A fourth-grade survivor of the Uvalde school shooting went into cardiac arrest after visiting her best friend’s memorial.
11 years old. Cardiac arrest.https://t.co/AdX2W9Xmjg
— Leah McElrath ?️? (@leahmcelrath) June 10, 2022
We’ve all been affected by what happened recently in Uvalde, Texas.
The news is replete with arguments over gun control, legislation, and how to move forward amidst preventable tragedies. While Donald Trump and Ted Cruz are spewing out defensive rhetoric and attacking Democrats for coming at them with common sense gun control legislation and stirring up fear that we are out for their guns at this weekend’s NRA conference, the rest of us are coming to grips with our new reality that an 18-year-old could purchase an automatic weapon and that the freedom to do so is sanctioned by the powerful few.
Some of us are feeling the sadness over the loss of a teacher who stood in front of her students in their defence to her peril or grieving the sudden loss of her husband two days later, afflicted with a broken heart.
Even more of us are shocked at reports that the police waited an excruciating 78 minutes outside as children called 911 for help and parents demanded to be allowed inside to protect their children. There is no doubt that the commander will be fired as investigations proceed as to how and why he ordered police to stand safely out of harm’s way as children were inside in the violent path of an aggrieved, young man.
The raw fury of knowing there was a gunman inside the elementary school taking the life of your child and that the commander was keeping you from going in to protect him or her while barring your entry and refusing to send in someone who could help would be more than anyone of us could handle.
When people offer thoughts and prayers in response, the natural reply to all of this is, “Stick them where the sun doesn’t shine.”
Much is being written on how people feel, the justified lack of faith in our leaders to do anything to prevent such unimaginable tragedies from unfolding in the future, the unjust and infuriating hold on politicians by the NRA, the shocking marketing of Daniel Defense to sell its automatic weapons to—God help me—children and on the extreme end, and the vitriol of Cruz and Trump at this weekend’s NRA conference attacking anyone criticizing the gun policies in our nation.
That tired strategy of going on the offense against morally minded citizens is akin to Putin constructing a narrative that he is undertaking a special military operation in justifying his atrocities and violent invasion of innocent people in Ukraine.
Narratives are powerful, in that they set up in the mind. Depending upon a host of factors, ranging from education to gender to socioeconomic status to life experience to religious beliefs to culture and beyond, people are as vulnerable to the narrative as the end results themselves. An angry, young white male raised in a dysfunctional family afflicted with mental illness, poverty, and divorce, for instance, will believe his father’s narrative of victimhood. Seeing helplessness and rage against entrenched institutions may feed his sense that there simply is no place in the world for him. Lacking support, he may, rather than double-down with determination or resolve, turn instead toward resentment and anger. He may redirect it inward and become depressed.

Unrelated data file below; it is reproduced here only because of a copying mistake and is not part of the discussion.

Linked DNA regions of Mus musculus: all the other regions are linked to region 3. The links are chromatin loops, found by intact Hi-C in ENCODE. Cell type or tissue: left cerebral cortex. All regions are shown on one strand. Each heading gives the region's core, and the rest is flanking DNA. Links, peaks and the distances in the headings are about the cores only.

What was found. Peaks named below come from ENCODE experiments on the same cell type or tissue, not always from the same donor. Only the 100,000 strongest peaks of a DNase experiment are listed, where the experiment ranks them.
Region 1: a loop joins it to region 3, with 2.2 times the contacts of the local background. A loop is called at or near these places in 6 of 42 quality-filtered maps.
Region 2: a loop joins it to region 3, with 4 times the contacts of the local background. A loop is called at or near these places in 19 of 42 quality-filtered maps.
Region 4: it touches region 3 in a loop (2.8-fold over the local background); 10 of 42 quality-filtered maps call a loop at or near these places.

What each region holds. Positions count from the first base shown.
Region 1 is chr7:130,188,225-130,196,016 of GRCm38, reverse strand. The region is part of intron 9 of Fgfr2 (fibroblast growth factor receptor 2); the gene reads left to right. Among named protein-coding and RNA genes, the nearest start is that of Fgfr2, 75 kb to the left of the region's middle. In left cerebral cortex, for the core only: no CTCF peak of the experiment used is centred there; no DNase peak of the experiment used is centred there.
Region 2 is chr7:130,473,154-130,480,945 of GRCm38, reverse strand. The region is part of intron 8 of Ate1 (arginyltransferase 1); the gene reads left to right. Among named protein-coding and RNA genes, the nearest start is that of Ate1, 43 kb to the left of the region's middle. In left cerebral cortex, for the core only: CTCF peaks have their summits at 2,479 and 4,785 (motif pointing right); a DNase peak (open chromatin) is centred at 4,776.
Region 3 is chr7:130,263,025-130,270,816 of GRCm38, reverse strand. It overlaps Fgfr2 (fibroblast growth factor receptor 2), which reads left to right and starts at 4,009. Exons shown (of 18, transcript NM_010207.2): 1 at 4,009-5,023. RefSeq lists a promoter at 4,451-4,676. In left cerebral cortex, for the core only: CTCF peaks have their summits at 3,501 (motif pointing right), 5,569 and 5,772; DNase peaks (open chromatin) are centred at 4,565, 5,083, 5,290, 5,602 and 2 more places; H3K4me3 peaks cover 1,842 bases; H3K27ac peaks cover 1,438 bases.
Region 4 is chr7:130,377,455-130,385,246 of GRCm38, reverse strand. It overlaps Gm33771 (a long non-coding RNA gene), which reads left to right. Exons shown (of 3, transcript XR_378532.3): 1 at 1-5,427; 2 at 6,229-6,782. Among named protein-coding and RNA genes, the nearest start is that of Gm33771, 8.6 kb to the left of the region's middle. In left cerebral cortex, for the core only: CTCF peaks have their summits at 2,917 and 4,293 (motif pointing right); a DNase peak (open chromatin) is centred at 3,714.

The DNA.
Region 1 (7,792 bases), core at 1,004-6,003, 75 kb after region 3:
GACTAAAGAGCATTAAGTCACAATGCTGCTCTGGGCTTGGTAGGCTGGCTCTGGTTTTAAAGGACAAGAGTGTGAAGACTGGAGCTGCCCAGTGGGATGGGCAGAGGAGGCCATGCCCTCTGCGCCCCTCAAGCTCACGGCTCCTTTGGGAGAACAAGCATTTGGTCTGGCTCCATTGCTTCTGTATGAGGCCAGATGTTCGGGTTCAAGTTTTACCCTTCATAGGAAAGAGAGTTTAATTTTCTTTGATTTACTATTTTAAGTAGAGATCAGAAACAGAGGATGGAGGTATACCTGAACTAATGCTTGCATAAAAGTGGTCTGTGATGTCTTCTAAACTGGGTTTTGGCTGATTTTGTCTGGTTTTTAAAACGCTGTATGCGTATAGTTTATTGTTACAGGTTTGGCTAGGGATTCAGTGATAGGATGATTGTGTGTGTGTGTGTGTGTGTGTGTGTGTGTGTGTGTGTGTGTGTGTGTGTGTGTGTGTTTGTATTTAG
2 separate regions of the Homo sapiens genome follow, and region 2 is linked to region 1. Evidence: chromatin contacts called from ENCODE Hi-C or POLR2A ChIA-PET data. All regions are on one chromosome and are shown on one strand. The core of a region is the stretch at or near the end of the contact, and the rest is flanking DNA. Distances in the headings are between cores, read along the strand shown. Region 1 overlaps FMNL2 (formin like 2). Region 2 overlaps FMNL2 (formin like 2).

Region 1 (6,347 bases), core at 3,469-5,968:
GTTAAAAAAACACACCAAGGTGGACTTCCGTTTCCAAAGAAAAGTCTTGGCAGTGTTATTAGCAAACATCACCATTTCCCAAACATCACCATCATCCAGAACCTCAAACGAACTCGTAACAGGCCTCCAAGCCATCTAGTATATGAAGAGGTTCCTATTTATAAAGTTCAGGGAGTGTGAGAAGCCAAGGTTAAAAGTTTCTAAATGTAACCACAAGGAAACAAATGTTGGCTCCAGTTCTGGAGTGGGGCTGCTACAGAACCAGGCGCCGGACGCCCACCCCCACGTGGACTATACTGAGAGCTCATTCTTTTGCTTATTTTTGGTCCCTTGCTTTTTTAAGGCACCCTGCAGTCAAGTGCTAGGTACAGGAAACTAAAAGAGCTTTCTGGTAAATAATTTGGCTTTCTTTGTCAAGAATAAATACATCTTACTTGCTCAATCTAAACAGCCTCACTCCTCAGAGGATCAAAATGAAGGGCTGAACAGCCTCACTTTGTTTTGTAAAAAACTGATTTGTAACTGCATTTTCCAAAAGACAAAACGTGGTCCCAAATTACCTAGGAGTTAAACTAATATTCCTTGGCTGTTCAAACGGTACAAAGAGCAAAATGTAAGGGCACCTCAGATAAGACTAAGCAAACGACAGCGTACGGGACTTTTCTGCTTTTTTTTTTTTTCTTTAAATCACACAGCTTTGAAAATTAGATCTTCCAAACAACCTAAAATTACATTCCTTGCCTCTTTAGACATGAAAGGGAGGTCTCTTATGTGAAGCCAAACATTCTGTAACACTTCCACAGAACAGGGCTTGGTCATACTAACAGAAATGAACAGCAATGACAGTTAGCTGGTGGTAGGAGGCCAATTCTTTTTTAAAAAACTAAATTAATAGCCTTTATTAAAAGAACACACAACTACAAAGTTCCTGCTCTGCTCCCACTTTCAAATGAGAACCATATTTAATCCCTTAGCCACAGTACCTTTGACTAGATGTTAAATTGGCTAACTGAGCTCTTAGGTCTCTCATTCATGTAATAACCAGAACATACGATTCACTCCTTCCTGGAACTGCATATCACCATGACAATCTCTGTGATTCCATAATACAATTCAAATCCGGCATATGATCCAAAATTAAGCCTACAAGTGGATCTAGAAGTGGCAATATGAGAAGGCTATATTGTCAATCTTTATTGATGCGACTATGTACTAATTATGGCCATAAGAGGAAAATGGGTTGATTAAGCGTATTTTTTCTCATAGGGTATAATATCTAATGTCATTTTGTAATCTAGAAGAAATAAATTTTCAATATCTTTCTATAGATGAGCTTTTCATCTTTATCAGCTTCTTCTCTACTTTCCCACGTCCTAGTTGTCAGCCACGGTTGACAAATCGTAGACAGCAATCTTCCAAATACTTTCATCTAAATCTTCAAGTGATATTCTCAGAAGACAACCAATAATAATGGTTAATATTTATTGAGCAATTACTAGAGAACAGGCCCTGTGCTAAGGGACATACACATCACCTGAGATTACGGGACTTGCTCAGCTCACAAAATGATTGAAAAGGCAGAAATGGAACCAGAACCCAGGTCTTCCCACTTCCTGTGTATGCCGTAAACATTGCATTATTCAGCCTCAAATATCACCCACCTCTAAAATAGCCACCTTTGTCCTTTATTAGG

Or redirect it outward at society.
All of it feeds disenfranchisement. Feeling disempowered that there is no place for your wants leads to lashing out. With others, it leads to escape in drug addiction.
I lost my own nephew of 27 years to a Fentanyl-laced heroin episode. Having known the extent to which he languished in disempowerment and intrinsic lack of opportunities, I know the toxic effects firsthand.
Narrative is powerful, in that it seeps into the silence of our minds. In our private moments, we feel the impacts of living in a culture where a corrupt and greedy few are controlling our lives from afar. Who among us can get into our cars at the start of our days, without a passing thought, that the guy in the Dodge Ram tailgating us on our narrow canyon road doesn’t have a rifle at the ready in a moment of road rage? What woman doesn’t feel vulnerable to the presence of a lone guy sporting an American flag behind the wheel of a Trump-adorned pickup truck at the car wash, glaring angrily at us from the gas pump?
I can’t peacefully leave our sweet, disabled dog out in our yard alone for too long for concern about the random passerby from one of the more gun-populous Red States chancing by and taking a potshot at him, for his unique handicap on the Canyon highway where we live. And I can’t kiss his sweet caramel muzzle when I bring him into the safety of our living room without feeling the deep, abiding sadness alongside the love for his carrying bullets in his small body or the effects of his broken spine, courtesy of the motorist who struck him down and left him to die.
He, too, came from the very same region in the Rio Grande Valley where those 21 precious lives were all lost. It’s hard not to feel the vulnerability when I see a set of Texas plates and think of the three disabled dogs rescued from that region, all with bullets in their bodies.
If guns can take away precious lives before their time and traumatize the minds of millions, words can create the antidote. Let’s start there, by changing the narrative:
Guns kill. Political partisan beliefs notwithstanding, we all want to live to see our families and our animals enjoy their sacred lives, to live peaceably and fully, without fear of injury and death.
Let’s start there. And see how far that narrative goes.
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